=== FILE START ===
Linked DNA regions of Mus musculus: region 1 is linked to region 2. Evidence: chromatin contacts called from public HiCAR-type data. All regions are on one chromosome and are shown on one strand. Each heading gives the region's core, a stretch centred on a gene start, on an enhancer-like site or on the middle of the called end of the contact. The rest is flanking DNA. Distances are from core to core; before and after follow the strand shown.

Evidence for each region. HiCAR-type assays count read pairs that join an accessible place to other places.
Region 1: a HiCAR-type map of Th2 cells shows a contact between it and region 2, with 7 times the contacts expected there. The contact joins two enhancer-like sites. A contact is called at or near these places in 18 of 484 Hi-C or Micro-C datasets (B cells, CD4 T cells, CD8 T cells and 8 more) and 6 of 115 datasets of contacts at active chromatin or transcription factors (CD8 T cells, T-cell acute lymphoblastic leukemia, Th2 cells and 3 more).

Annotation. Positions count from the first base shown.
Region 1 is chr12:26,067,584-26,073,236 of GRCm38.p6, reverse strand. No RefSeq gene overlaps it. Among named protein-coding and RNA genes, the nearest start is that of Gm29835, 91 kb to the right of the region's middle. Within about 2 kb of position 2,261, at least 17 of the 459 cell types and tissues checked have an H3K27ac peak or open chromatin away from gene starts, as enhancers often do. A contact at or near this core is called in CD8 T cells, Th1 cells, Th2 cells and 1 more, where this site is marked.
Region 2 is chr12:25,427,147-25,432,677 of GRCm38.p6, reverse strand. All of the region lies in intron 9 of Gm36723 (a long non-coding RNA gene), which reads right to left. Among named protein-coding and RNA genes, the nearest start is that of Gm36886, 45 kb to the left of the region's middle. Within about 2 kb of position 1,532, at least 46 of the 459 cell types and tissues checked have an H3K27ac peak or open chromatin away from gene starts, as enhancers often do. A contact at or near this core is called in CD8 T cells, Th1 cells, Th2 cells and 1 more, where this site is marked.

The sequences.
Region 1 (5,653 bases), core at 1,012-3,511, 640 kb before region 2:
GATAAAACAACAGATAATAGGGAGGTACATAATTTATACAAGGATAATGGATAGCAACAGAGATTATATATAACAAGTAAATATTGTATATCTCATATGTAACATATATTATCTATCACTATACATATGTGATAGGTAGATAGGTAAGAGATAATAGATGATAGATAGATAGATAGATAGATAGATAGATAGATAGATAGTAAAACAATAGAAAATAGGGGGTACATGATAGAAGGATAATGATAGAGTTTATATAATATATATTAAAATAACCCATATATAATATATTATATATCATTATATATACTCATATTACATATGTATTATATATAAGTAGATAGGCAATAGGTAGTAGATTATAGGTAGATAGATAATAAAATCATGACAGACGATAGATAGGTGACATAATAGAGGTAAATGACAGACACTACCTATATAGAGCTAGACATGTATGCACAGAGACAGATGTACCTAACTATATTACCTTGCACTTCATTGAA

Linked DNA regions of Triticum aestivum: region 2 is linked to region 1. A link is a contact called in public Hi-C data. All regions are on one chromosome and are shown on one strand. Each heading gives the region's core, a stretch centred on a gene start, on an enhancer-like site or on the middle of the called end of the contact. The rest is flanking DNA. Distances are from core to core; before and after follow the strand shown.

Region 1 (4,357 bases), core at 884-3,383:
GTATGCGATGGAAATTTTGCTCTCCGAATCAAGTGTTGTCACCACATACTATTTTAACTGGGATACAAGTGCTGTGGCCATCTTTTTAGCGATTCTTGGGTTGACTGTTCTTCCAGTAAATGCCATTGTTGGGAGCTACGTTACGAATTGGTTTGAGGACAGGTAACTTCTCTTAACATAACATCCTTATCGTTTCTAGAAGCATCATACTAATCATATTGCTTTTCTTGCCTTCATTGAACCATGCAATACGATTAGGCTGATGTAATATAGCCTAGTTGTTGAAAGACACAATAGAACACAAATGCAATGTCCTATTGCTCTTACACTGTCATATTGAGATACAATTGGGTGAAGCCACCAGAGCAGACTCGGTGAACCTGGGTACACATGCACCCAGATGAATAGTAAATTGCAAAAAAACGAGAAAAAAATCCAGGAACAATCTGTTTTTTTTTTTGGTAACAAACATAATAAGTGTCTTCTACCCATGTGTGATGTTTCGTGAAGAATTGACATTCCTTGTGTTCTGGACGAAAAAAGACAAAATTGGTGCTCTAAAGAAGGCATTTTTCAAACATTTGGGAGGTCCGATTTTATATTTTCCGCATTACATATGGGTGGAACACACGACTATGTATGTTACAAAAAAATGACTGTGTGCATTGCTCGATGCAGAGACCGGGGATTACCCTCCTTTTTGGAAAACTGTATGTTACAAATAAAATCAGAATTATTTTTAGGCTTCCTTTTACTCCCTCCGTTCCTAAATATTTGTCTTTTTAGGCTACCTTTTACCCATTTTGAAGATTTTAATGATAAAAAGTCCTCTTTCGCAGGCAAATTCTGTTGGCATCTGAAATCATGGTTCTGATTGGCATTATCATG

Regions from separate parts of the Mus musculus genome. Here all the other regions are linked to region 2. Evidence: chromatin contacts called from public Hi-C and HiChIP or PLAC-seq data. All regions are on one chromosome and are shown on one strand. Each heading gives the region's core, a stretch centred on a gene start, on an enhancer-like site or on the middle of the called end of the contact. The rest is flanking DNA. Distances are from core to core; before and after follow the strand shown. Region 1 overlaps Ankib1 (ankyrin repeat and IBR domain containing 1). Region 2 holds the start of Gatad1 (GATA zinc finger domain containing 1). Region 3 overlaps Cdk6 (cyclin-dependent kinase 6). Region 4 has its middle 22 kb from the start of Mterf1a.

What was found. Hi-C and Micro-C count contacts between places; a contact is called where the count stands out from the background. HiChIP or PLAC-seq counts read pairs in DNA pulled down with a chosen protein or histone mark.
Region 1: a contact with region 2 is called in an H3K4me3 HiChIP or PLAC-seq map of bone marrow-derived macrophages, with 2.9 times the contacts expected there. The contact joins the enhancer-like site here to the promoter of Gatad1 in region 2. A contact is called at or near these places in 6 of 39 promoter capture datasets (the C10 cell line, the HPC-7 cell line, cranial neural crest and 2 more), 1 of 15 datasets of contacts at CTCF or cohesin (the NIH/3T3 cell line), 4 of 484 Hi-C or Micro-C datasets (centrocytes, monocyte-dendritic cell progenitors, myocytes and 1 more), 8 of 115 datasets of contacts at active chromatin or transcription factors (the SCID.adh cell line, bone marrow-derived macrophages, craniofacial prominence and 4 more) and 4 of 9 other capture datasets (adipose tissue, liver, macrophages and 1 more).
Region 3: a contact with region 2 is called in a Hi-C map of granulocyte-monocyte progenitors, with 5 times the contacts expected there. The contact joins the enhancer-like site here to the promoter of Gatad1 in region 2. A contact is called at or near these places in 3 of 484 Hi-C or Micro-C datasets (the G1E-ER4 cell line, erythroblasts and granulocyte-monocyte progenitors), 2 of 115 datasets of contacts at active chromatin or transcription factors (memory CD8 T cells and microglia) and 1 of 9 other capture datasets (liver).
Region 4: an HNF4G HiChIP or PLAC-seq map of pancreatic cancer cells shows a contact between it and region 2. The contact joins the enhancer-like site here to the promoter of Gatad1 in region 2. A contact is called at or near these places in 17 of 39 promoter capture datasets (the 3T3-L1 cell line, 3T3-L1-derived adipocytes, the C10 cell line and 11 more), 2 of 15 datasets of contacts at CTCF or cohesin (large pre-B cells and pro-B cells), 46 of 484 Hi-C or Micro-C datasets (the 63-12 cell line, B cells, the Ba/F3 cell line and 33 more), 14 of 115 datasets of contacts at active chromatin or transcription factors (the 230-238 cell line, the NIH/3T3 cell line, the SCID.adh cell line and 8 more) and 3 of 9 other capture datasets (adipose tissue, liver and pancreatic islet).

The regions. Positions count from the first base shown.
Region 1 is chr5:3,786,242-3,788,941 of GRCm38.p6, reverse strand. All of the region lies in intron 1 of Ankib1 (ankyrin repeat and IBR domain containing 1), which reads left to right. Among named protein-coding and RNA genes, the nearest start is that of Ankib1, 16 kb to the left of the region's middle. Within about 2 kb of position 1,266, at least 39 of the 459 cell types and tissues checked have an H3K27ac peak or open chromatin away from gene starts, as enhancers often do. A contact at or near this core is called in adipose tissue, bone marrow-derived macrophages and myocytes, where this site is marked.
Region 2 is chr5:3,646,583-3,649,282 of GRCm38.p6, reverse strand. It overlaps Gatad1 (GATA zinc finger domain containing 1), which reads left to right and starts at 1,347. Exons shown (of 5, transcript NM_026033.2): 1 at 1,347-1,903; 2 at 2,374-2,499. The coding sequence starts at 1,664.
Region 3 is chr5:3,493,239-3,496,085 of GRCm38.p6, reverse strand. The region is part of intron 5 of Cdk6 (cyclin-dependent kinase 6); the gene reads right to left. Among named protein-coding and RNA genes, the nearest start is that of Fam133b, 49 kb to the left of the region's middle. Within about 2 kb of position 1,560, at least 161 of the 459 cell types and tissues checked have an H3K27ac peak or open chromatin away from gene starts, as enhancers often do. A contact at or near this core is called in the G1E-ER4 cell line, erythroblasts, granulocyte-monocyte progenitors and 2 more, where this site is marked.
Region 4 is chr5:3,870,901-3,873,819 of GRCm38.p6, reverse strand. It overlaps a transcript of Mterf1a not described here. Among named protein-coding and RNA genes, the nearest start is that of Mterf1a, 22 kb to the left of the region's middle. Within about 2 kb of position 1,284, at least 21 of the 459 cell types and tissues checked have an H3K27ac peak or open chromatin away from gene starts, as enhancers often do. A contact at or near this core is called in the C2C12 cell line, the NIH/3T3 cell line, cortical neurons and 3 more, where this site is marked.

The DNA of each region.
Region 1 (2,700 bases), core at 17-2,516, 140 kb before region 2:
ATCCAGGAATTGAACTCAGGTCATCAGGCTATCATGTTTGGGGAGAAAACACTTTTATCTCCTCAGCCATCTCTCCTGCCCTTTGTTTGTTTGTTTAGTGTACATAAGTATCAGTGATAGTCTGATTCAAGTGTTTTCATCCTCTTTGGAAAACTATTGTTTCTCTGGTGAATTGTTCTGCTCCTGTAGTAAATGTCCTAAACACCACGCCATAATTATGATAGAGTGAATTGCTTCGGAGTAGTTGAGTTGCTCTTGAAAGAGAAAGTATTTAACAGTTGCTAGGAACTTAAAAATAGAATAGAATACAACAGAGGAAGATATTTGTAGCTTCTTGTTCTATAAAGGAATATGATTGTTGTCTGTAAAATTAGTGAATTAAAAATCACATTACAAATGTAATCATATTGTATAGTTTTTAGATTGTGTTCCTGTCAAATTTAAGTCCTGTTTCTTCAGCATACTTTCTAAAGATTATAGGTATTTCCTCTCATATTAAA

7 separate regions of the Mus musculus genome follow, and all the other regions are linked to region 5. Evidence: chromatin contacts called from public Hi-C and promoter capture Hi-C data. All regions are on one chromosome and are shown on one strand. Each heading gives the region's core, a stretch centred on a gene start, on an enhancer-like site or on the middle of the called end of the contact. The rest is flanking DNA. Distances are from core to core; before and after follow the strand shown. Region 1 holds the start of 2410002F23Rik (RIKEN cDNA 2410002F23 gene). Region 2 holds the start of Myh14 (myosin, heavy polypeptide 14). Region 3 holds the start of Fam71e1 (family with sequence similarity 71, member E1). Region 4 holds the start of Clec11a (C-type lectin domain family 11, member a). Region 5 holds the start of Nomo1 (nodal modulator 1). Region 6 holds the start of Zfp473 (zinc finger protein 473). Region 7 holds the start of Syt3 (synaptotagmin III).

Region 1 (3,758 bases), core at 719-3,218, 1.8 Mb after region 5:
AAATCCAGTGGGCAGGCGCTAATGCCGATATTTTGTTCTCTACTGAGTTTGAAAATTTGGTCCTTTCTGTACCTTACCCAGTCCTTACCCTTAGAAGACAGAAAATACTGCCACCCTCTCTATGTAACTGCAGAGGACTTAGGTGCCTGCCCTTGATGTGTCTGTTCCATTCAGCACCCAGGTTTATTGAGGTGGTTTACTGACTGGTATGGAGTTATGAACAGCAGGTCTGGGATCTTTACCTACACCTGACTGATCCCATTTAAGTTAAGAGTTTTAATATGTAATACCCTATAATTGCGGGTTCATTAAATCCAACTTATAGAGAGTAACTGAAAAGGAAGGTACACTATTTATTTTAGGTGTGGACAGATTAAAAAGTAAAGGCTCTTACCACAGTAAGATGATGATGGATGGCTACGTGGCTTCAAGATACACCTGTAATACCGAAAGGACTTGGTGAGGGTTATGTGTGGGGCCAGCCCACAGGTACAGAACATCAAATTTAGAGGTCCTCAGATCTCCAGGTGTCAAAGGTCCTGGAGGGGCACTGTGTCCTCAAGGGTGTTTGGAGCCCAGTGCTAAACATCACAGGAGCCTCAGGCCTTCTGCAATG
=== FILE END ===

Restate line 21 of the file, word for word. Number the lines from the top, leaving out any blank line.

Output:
Region 3 is chr5:3,493,239-3,496,085 of GRCm38.p6, reverse strand. The region is part of intron 5 of Cdk6 (cyclin-dependent kinase 6); the gene reads right to left. Among named protein-coding and RNA genes, the nearest start is that of Fam133b, 49 kb to the left of the region's middle. Within about 2 kb of position 1,560, at least 161 of the 459 cell types and tissues checked have an H3K27ac peak or open chromatin away from gene starts, as enhancers often do. A contact at or near this core is called in the G1E-ER4 cell line, erythroblasts, granulocyte-monocyte progenitors and 2 more, where this site is marked.